A little girl wrapped up in a pink all-in-one suit and a man carrying her in his arms are believed to be among the first people this year to reach the UK after making the dangerous Channel crossing in small boats.
The pair arrived in the busy port of Dover in Kent aboard an RNLI lifeboat along with other suspected migrants who also made the perilous voyage.
At least 66 people in two vessels crossed the busy Dover Strait from France on Tuesday.
The little girl and man carrying her were seen being escorted up the gangway by immigration officials before being taken off to be processed.
Among the others who arrived in Dover on Tuesday were a man and woman leading a child wrapped in a blanket - possibly a family-of-three.
A number of Border Force and French boats were active in the Channel on Tuesday amid renewed attempts to make the precarious crossing.
Record number of people crossed Channel in 2021
It comes after more than 28,300 people crossed the water aboard small boats in 2021, which was an increase of about 20,000 compared with the year before.
Last year's record number was despite millions of pounds promised by the UK to French authorities to tackle the issue.
The last 12 months have seen smugglers packing more and more people aboard larger and larger dinghies, sometimes with deadly consequences. In November, at least 27 people died when an inflatable boat capsized.
The British government has said people should not be trying to cross the Channel, and instead should be claiming asylum in the first safe country they reach.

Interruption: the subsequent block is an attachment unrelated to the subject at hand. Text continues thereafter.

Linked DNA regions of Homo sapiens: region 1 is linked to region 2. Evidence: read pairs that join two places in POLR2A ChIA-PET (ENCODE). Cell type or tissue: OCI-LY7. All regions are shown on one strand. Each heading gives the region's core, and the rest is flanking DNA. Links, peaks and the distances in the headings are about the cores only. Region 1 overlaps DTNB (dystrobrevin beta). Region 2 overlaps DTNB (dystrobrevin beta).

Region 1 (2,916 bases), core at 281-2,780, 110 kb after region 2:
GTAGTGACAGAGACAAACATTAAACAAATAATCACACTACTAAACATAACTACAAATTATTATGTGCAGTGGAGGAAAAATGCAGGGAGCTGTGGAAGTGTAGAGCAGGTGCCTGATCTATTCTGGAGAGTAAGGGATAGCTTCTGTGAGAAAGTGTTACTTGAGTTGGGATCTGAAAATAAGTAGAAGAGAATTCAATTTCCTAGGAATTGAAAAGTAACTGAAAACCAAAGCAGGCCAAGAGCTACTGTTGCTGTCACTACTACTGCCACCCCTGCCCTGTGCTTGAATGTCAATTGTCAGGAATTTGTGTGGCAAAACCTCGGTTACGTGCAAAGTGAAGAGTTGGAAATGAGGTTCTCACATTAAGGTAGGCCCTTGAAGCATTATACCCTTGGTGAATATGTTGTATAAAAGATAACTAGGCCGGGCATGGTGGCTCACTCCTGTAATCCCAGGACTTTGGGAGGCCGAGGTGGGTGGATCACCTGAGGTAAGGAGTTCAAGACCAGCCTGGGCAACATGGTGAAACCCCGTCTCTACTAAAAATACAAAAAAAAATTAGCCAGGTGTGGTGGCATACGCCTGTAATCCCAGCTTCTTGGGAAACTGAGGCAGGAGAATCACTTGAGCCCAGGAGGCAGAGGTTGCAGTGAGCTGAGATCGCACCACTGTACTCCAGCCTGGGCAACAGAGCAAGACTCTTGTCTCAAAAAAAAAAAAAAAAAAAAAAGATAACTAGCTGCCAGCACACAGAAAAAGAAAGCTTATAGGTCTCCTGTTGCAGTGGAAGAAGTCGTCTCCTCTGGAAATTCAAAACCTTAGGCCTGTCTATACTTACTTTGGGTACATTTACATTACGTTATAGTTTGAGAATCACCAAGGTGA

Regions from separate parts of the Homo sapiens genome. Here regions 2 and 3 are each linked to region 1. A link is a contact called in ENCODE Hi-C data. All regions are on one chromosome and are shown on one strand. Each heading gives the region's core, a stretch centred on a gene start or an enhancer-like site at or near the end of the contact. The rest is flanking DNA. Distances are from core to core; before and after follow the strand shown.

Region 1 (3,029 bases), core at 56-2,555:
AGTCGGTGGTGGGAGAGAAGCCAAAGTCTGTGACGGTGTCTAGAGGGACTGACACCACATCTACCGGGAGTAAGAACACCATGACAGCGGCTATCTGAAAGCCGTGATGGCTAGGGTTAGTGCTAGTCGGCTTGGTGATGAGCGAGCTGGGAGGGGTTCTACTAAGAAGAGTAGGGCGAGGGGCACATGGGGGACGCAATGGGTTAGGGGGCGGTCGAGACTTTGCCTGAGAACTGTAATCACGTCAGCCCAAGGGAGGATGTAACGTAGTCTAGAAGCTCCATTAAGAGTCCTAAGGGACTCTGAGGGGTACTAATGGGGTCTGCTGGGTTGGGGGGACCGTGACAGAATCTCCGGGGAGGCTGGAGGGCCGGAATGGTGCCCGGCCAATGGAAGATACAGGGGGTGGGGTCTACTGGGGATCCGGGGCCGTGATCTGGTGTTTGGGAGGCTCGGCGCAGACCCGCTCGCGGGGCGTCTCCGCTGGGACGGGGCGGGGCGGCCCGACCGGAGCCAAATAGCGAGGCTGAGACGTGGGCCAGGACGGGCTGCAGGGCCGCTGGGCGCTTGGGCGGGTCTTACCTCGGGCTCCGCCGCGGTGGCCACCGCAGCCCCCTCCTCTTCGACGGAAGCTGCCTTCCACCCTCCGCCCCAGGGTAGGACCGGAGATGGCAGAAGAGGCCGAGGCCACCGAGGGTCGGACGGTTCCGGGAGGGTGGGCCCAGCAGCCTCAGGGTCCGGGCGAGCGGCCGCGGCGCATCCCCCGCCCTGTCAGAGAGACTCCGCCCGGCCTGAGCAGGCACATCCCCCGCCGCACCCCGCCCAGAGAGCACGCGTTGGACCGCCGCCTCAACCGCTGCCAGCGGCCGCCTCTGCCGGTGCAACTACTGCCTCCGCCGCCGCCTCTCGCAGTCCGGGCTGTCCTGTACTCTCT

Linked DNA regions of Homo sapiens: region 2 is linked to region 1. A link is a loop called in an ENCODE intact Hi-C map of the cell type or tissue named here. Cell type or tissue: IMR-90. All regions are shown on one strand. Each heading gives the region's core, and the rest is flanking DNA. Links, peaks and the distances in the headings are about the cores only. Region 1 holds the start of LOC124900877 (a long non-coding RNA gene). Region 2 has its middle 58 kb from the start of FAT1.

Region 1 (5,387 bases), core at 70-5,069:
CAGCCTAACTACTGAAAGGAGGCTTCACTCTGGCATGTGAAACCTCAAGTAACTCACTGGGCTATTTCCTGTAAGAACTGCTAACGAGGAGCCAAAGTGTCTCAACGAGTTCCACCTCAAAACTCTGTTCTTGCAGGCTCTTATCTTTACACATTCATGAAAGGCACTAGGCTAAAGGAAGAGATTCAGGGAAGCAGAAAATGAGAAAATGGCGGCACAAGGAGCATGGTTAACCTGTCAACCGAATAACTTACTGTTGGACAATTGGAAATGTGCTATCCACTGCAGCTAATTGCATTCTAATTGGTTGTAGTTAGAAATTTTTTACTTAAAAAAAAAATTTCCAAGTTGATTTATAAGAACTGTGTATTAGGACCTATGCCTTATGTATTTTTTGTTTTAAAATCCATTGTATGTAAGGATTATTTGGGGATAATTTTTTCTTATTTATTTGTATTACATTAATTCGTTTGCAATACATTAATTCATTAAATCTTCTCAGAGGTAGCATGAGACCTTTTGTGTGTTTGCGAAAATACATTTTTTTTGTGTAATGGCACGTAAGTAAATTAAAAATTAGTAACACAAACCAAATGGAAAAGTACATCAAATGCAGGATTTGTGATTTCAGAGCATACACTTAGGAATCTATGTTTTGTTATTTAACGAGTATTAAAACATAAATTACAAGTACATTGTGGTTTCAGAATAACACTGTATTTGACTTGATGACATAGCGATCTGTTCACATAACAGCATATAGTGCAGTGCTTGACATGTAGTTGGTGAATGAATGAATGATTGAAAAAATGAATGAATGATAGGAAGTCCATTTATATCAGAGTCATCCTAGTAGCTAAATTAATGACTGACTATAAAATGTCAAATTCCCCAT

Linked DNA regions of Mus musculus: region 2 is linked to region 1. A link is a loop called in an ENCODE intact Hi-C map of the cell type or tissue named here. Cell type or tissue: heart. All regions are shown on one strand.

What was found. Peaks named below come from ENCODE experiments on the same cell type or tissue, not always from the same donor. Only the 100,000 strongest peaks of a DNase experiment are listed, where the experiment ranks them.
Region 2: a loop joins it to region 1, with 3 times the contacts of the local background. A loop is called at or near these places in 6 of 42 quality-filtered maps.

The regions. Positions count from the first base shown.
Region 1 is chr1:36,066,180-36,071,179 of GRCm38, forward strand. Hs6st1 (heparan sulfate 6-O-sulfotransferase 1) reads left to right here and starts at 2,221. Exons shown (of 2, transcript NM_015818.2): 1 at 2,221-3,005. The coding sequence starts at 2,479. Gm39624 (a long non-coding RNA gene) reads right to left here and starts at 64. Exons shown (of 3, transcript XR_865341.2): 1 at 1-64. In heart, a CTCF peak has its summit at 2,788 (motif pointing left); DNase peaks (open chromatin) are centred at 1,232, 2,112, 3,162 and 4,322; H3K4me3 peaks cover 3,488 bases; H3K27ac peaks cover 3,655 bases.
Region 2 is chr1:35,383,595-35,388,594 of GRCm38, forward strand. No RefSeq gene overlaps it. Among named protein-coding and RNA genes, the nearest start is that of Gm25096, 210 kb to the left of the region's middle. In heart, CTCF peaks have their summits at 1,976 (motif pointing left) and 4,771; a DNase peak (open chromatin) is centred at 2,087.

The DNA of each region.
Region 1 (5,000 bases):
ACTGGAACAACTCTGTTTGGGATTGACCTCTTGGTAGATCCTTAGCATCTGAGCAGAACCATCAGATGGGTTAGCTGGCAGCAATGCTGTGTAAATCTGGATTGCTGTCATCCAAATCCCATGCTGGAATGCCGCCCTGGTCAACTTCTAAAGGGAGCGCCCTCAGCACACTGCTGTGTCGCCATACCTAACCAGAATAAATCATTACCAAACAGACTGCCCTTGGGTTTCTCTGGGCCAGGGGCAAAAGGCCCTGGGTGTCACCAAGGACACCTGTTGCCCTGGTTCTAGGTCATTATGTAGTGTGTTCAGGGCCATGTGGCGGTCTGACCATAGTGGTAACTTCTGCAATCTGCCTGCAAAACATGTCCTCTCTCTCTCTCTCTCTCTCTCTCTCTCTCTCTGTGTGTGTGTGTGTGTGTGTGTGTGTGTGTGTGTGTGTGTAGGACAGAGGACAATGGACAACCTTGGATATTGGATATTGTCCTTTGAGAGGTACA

Government's approach criticised
Under its New Plan for Immigration, for the first time how someone enters the UK - legally or "illegally" - will have an impact on how their asylum claim progresses and on their status in the UK if that claim is successful.
But arrivals will continue, and more people will drown in the narrow sea between France and Britain, if the UK government pursues its "dangerous and callous policy", ministers have been warned.
Tim Naor Hilton, chief executive at Refugee Action, said: "People will continue to cross the Channel in flimsy boats, and smugglers will continue to profit, unless ministers open up more routes for refugees to claim asylum here."
He added: "(In November) we saw the deadly result of their strategy of keeping people out rather than keeping people safe, when at least 27 people died near our coast.
"And yet the government wants to legalise this dangerous and callous policy in its Anti-Refugee Bill, which will only lead to more people drowning. It must wake up and scrap this bill now."